A "sequence" specifies a list of elements that may occur in a complexType. They must all occur (unless specified with a minOccurs value of 0) in the order arranged in the sequence.
    Code:
    <element name="person" type="personType" />
    
    <xsd:complexType name="personType">
      <xsd:sequence>
        <xsd:element name="firstName" type="xsd:string" />
        <xsd:element name="middleInitial" minOccurs="0">
          <xsd:simpleType>
            <xsd:restriction base="xsd:string">
              <xsd:pattern value="[a-zA-Z]">
            </xsd:restriction>
          </xsd:simpleType>
        </xsd:element>
        <xsd:element name="lastName" type="xsd:string" />
      </xsd:sequence>
    </xsd:complexType>
    The resulting schema would allow something like this:
    Code:
    <person>
      <firstName>Steven</firstName>
      <middleInitial>G</middleInitial>
      <lastName>Moseley</lastName>
    </person>
    Notice in the XSD example above that I'm inheriting the named complexType in the "type" attribute of the definition for the "person" element. This is a good habit to get into for defining data types that will be used by many elements.

    all
    An "all" element is similar to a "sequence", except that it doesn't require that the child elements be arranged in any specific manner. For instance, in the example above, <lastName> could be placed before <firstName> if an <xsd:all> were used in place of the <xsd:sequence>

    any
    An "any" element is similar to an "all" element, except that it doesn't require that all child elements be used. For instance, in the example above, the <person> could have only a <firstName> specified if <xsd:any> were used.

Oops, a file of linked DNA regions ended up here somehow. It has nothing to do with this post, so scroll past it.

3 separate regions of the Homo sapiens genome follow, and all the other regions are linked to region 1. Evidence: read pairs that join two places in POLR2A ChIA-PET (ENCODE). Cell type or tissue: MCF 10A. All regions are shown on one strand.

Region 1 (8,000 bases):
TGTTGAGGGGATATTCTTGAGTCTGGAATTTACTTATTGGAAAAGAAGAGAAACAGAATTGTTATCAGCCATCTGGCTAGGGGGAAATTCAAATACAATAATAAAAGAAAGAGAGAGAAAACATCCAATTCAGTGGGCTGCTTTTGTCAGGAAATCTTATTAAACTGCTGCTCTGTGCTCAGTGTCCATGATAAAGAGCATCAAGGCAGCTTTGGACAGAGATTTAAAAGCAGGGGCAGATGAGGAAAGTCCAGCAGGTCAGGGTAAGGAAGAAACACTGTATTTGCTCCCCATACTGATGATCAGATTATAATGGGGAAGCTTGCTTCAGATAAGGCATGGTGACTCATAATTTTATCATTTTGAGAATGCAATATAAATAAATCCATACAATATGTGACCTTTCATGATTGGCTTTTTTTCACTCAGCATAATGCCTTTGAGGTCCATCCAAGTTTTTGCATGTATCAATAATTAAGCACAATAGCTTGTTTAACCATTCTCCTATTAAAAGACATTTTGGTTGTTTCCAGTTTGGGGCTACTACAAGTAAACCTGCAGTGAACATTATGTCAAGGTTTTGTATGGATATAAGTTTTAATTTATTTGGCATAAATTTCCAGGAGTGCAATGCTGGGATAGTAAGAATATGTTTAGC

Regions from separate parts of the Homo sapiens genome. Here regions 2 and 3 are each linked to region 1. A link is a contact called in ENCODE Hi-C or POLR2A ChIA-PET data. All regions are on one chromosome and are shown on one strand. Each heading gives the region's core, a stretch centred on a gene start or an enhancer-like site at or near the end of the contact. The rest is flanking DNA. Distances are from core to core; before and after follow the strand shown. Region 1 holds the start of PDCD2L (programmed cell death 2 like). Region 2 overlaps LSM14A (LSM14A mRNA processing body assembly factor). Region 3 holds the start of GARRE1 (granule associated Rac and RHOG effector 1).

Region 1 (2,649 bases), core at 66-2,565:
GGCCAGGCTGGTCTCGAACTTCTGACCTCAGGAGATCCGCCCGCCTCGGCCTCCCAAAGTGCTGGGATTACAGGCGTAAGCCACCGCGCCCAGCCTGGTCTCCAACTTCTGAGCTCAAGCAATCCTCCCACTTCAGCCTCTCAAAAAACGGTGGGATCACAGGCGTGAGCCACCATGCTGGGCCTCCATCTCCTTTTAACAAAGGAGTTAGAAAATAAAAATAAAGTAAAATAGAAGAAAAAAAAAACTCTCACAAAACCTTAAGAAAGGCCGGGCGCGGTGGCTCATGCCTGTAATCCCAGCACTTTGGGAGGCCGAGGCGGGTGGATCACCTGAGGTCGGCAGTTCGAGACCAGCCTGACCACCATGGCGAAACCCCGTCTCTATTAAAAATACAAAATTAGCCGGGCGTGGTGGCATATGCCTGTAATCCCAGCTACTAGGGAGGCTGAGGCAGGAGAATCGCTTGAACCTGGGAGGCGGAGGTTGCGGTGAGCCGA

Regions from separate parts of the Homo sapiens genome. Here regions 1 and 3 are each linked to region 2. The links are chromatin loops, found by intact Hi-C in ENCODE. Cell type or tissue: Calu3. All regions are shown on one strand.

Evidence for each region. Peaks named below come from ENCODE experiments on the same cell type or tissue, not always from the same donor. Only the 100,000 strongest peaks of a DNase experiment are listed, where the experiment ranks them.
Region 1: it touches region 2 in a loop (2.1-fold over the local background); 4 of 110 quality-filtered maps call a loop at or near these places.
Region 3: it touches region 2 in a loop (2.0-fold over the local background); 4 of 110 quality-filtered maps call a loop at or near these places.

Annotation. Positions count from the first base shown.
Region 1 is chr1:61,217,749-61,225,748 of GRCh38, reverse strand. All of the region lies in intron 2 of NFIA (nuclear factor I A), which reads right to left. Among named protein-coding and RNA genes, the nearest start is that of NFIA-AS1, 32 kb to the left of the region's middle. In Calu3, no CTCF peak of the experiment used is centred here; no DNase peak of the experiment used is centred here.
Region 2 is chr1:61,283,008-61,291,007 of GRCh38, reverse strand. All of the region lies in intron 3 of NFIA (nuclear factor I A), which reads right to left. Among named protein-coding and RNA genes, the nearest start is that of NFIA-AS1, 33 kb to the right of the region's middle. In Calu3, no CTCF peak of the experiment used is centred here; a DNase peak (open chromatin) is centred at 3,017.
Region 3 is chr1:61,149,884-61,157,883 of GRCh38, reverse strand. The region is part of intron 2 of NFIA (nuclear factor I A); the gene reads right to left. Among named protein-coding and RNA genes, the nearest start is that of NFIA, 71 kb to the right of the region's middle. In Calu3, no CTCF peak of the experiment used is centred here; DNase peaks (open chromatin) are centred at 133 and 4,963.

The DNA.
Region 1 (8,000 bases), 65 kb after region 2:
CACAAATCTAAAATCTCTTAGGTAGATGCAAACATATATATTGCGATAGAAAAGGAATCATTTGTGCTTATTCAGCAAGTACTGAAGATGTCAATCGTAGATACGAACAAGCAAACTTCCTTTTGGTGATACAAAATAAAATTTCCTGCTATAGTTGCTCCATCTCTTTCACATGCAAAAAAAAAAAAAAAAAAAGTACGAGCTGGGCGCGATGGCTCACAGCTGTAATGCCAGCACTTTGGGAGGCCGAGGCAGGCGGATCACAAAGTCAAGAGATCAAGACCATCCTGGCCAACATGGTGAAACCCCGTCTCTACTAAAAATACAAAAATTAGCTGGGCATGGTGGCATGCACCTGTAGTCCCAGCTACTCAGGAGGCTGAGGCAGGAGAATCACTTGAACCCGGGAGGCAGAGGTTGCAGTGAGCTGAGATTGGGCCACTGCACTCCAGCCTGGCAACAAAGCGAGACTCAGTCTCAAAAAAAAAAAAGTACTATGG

choice
    A "choice" element is similar to an any element, except that it requires that only one child element be used. For instance, in the example above, the resulting <person> element could only have one of <firstName>, <middleInitial>, or <lastName> specified.

    attributes
    If you're going to define attributes in a complexType, you must place them after the sequence, all, any, or choice element.

    Example
    Here's a complete example of XSD and XML in action. I decided to go with the CD example that I started above.

    Code:
    <?xml version="1.0"?>
    <xsd:schema xmlns="http://www.w3.org/2001/XMLSchema"
        targetNamespace="http://www.mydomain.com/cdSchema">
      <xsd:element name="cd">
        <xsd:complexType>
          <xsd:sequence>
            <xsd:element name="artist" type="personType" />
            <xsd:element name="track" type="trackType" maxOccurs="100" />
          </xsd:sequence>
          <attribute name="title" type="xsd:string" />
        </xsd:complexType>
      </xsd:element>
      <xsd:complexType name="personType">
        <xsd:sequence>
          <xsd:element name="firstName" type="xsd:string" />
          <xsd:element name="middleInitial" minOccurs="0">